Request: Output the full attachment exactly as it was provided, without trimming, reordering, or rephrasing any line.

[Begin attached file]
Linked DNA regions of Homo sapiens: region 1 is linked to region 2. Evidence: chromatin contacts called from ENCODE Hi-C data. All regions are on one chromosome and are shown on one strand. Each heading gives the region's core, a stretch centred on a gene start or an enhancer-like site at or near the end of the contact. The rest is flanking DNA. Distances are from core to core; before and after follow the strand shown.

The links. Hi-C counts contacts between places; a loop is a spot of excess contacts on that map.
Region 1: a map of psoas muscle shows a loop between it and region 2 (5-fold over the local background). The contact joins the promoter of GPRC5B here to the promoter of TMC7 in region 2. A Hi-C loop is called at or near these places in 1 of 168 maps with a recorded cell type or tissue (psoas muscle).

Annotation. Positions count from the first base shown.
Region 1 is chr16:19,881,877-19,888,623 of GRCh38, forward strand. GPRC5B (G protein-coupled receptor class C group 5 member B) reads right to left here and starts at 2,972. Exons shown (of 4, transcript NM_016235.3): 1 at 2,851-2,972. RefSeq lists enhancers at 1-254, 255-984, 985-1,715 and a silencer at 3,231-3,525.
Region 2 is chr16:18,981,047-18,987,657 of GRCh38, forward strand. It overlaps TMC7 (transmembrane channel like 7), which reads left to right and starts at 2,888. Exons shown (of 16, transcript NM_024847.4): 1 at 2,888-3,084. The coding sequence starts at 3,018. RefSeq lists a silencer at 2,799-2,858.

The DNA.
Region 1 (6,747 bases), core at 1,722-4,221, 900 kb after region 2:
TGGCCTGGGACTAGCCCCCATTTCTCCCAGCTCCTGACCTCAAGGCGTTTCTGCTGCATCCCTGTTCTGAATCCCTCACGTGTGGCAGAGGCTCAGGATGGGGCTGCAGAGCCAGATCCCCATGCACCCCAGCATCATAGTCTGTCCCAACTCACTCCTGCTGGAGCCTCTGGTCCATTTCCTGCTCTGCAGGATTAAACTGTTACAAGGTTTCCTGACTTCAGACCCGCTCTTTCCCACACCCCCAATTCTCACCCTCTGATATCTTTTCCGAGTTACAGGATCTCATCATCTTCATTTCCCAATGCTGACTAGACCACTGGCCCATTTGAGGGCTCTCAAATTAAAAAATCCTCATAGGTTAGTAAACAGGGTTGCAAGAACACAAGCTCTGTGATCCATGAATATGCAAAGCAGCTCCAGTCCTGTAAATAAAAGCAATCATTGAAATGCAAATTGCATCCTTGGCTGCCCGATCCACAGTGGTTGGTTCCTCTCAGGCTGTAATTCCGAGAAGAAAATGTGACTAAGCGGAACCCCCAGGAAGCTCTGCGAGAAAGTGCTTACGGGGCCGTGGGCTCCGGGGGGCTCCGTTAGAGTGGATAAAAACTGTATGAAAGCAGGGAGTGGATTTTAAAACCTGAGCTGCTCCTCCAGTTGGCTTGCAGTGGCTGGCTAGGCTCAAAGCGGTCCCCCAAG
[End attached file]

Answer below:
Linked DNA regions of Homo sapiens: region 1 is linked to region 2. Evidence: chromatin contacts called from ENCODE Hi-C data. All regions are on one chromosome and are shown on one strand. Each heading gives the region's core, a stretch centred on a gene start or an enhancer-like site at or near the end of the contact. The rest is flanking DNA. Distances are from core to core; before and after follow the strand shown.

The links. Hi-C counts contacts between places; a loop is a spot of excess contacts on that map.
Region 1: a map of psoas muscle shows a loop between it and region 2 (5-fold over the local background). The contact joins the promoter of GPRC5B here to the promoter of TMC7 in region 2. A Hi-C loop is called at or near these places in 1 of 168 maps with a recorded cell type or tissue (psoas muscle).

Annotation. Positions count from the first base shown.
Region 1 is chr16:19,881,877-19,888,623 of GRCh38, forward strand. GPRC5B (G protein-coupled receptor class C group 5 member B) reads right to left here and starts at 2,972. Exons shown (of 4, transcript NM_016235.3): 1 at 2,851-2,972. RefSeq lists enhancers at 1-254, 255-984, 985-1,715 and a silencer at 3,231-3,525.
Region 2 is chr16:18,981,047-18,987,657 of GRCh38, forward strand. It overlaps TMC7 (transmembrane channel like 7), which reads left to right and starts at 2,888. Exons shown (of 16, transcript NM_024847.4): 1 at 2,888-3,084. The coding sequence starts at 3,018. RefSeq lists a silencer at 2,799-2,858.

The DNA.
Region 1 (6,747 bases), core at 1,722-4,221, 900 kb after region 2:
TGGCCTGGGACTAGCCCCCATTTCTCCCAGCTCCTGACCTCAAGGCGTTTCTGCTGCATCCCTGTTCTGAATCCCTCACGTGTGGCAGAGGCTCAGGATGGGGCTGCAGAGCCAGATCCCCATGCACCCCAGCATCATAGTCTGTCCCAACTCACTCCTGCTGGAGCCTCTGGTCCATTTCCTGCTCTGCAGGATTAAACTGTTACAAGGTTTCCTGACTTCAGACCCGCTCTTTCCCACACCCCCAATTCTCACCCTCTGATATCTTTTCCGAGTTACAGGATCTCATCATCTTCATTTCCCAATGCTGACTAGACCACTGGCCCATTTGAGGGCTCTCAAATTAAAAAATCCTCATAGGTTAGTAAACAGGGTTGCAAGAACACAAGCTCTGTGATCCATGAATATGCAAAGCAGCTCCAGTCCTGTAAATAAAAGCAATCATTGAAATGCAAATTGCATCCTTGGCTGCCCGATCCACAGTGGTTGGTTCCTCTCAGGCTGTAATTCCGAGAAGAAAATGTGACTAAGCGGAACCCCCAGGAAGCTCTGCGAGAAAGTGCTTACGGGGCCGTGGGCTCCGGGGGGCTCCGTTAGAGTGGATAAAAACTGTATGAAAGCAGGGAGTGGATTTTAAAACCTGAGCTGCTCCTCCAGTTGGCTTGCAGTGGCTGGCTAGGCTCAAAGCGGTCCCCCAAG